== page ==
In May 2002, in a series of live concerts in the Golden Hall of Vienna's Musikverein, a journey unique in the Wiener Philharmoniker's long and distinguished history reached its conclusion. This thrilling set of symphonies is the fruit of that journey. The recordings were made 'live' after numerous performances of individual symphonies and complete cycles in Tokyo, Berlin and Vienna. Rattle believes that a live performance has its own rhythm. The conductor 'channelling his unrelenting energy' was something audiences and the critics noticed at the concerts in the Musikverein.
This is the latest and, they tell us, the last of EMI’s Simon Rattle Edition, gathering together the conductor’s complete forays into certain composers and repertoire. As with any such project the sets hitherto released have contained both treasures and duds. Even though not everything here is perfect, this set sends the series out on a high with his complete Vienna recording of the Beethoven symphonies.
One of the most fascinating recording projects of this period was Sir Roger Norrington's pioneering set of Beethoven symphonies with The London Classical Players. Here at long last–after a century and a half of neglect–was a conductor bravely determined to conduct these symphonies according to Beethoven's difficult metronome markings, and as played on the original instruments that Beethoven had composed for–that is, the very sounds that he must have had in his mind when he wrote this music down. Norrington astutely saw that Beethoven's original brass and percussion instruments play a crucially prominent role in these symphonies, and most importantly, that they cannot be tempered without diminishing the passionate intensity of the music itself. Thus, not only does Norrington faithfully adhere to the original scores and markings–come what may, but again and again throughout these performances, he encourages the brass and percussion sections to play full out–at their utmost intensity, and it is truly magnificent.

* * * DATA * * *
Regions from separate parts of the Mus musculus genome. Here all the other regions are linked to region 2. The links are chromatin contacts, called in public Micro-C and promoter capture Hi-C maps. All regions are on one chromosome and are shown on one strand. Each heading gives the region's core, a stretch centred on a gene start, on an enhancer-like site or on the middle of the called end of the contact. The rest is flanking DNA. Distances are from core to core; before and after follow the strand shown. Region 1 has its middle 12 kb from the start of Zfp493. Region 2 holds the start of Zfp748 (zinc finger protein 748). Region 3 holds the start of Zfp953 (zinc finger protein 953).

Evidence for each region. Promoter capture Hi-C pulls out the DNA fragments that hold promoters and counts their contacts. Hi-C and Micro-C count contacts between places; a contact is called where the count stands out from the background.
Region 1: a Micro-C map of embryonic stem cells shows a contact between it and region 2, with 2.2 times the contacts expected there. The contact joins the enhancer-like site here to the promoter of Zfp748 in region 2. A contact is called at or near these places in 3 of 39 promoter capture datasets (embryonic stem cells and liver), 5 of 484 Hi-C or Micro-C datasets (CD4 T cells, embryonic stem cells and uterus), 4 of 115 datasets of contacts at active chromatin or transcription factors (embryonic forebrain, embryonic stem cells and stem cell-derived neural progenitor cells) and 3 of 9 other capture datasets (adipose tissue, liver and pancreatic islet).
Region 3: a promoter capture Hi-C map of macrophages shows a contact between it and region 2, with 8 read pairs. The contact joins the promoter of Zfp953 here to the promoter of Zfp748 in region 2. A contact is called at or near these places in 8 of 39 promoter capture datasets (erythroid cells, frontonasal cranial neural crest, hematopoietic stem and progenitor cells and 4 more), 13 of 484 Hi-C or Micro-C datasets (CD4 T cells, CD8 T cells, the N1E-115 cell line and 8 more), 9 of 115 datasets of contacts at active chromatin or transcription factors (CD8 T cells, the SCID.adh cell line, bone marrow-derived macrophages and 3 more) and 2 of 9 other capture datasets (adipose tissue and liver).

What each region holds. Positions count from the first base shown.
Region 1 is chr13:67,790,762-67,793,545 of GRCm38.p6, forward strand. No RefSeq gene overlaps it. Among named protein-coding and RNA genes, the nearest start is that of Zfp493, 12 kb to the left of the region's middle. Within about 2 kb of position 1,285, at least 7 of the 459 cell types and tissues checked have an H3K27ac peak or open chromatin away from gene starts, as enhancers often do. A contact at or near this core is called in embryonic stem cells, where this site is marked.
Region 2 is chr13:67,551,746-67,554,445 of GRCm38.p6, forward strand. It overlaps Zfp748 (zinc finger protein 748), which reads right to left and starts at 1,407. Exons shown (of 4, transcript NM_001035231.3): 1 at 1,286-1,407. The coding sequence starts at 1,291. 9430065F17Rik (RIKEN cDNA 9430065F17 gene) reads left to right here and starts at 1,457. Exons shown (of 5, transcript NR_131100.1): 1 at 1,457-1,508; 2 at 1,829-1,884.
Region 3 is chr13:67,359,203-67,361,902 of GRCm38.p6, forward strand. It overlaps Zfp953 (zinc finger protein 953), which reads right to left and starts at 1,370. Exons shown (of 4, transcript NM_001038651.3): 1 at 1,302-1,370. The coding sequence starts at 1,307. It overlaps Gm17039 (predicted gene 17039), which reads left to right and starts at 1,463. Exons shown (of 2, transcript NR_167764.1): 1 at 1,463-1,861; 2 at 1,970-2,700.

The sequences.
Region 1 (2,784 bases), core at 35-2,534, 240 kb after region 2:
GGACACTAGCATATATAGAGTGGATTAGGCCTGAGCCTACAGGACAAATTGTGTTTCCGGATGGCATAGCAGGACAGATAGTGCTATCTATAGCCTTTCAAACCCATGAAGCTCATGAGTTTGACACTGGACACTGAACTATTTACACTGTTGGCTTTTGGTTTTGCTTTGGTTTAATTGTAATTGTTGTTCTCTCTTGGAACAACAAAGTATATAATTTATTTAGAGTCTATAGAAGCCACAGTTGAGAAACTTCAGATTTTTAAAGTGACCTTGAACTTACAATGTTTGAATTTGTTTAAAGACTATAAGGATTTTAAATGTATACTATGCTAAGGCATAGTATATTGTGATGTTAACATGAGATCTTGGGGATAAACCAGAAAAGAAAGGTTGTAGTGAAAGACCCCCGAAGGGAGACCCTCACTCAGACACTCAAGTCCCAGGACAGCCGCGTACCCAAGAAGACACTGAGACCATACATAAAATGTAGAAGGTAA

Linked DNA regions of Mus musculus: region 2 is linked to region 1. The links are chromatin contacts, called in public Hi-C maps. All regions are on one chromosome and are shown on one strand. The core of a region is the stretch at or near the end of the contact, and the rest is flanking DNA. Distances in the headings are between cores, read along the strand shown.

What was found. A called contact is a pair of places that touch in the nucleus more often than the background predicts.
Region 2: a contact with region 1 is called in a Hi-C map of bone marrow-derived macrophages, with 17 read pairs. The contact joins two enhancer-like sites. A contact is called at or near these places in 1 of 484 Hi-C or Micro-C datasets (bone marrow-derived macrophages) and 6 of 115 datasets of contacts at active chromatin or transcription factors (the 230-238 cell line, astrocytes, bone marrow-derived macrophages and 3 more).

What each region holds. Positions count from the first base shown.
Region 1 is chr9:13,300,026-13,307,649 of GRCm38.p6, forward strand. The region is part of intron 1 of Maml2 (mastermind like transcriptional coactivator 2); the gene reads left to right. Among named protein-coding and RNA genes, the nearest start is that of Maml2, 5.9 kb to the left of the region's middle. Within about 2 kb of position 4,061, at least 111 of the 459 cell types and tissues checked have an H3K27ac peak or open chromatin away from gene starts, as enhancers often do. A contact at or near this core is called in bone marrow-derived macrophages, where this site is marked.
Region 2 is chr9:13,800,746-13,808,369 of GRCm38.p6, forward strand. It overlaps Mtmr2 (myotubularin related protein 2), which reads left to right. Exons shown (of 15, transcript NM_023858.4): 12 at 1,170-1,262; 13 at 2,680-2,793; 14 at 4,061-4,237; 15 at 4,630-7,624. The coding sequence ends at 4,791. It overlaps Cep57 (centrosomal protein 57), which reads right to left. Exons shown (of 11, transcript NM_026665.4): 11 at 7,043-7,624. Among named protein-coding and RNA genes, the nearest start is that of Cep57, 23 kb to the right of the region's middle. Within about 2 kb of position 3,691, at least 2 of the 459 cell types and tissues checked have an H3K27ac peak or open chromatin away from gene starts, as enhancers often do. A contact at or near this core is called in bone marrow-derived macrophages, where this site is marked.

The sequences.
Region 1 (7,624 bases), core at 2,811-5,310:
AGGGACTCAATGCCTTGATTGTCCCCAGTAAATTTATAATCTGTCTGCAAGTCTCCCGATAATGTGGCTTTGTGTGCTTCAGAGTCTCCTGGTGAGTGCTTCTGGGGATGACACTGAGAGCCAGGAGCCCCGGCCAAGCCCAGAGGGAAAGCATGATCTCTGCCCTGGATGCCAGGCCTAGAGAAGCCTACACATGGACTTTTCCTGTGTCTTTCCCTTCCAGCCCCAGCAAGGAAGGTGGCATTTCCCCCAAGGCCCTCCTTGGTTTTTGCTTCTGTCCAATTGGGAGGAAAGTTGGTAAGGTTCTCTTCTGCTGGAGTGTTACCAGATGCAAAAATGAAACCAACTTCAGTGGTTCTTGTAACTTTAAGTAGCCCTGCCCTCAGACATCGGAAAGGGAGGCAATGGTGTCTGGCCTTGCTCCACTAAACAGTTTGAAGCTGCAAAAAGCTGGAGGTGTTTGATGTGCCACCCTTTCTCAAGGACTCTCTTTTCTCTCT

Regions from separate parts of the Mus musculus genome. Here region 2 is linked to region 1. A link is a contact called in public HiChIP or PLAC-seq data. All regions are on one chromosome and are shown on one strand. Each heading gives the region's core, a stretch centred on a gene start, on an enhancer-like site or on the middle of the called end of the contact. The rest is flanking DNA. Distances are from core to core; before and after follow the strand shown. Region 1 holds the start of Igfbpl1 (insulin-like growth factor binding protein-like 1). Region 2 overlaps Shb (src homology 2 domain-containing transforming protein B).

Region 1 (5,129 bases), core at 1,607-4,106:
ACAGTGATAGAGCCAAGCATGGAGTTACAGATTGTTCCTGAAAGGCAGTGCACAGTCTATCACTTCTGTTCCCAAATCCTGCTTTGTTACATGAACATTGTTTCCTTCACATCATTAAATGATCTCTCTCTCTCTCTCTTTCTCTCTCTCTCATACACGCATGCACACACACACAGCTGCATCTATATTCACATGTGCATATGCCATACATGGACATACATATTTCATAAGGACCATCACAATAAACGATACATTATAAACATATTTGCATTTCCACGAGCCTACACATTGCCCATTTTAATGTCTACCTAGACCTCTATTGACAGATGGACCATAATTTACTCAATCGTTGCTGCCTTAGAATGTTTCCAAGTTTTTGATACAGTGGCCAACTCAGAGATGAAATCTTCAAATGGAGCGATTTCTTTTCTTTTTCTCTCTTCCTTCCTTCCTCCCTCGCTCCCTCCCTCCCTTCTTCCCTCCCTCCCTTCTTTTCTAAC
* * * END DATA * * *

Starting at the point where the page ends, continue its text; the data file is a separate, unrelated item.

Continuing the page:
These performances of the Beethoven symphonies and overtures seek to perform these masterpieces employing the same instrumentation, acoustics and timing that Beethoven heard (when he could) and used. Thus we are placed in hearing this music the way its composer wanted us to hear it.
Dating from the 1970s, Rafael Kubelik's incisive and acclaimed reading of Beethoven's second and fifth symphonies is the latest release in the Remastered Classics series from PENTATONE, performed with panache by the Royal Concertgebouw Orchestra and the Boston Symphony Orchestra.
The fact that Beethoven was nearly thirty before he completed his First Symphony is indicative of his great respect for the genre. His careful preparations included a year of regular lessons with Haydn, the ‘father of the symphony’, as well as the composing of piano sonatas and piano trios that exhibit distinctively symphonic elements. Meanwhile he mastered the art of writing for orchestra by composing a number of concertos. As we know, these preparations paid off and the First Symphony has been part of the repertoire ever since its première in 1800. Already some years later Beethoven sketched some ideas for an orchestral work based on pastoral themes, but again he took his time in bringing them to fruition.
A charismatic presence, [Casals] embraces each work with the passion of a devoted horticulturist tending his most precious flowers … I can't think of any other interpreters who so successfully underline the sheer inventiveness of Beethoven's writing.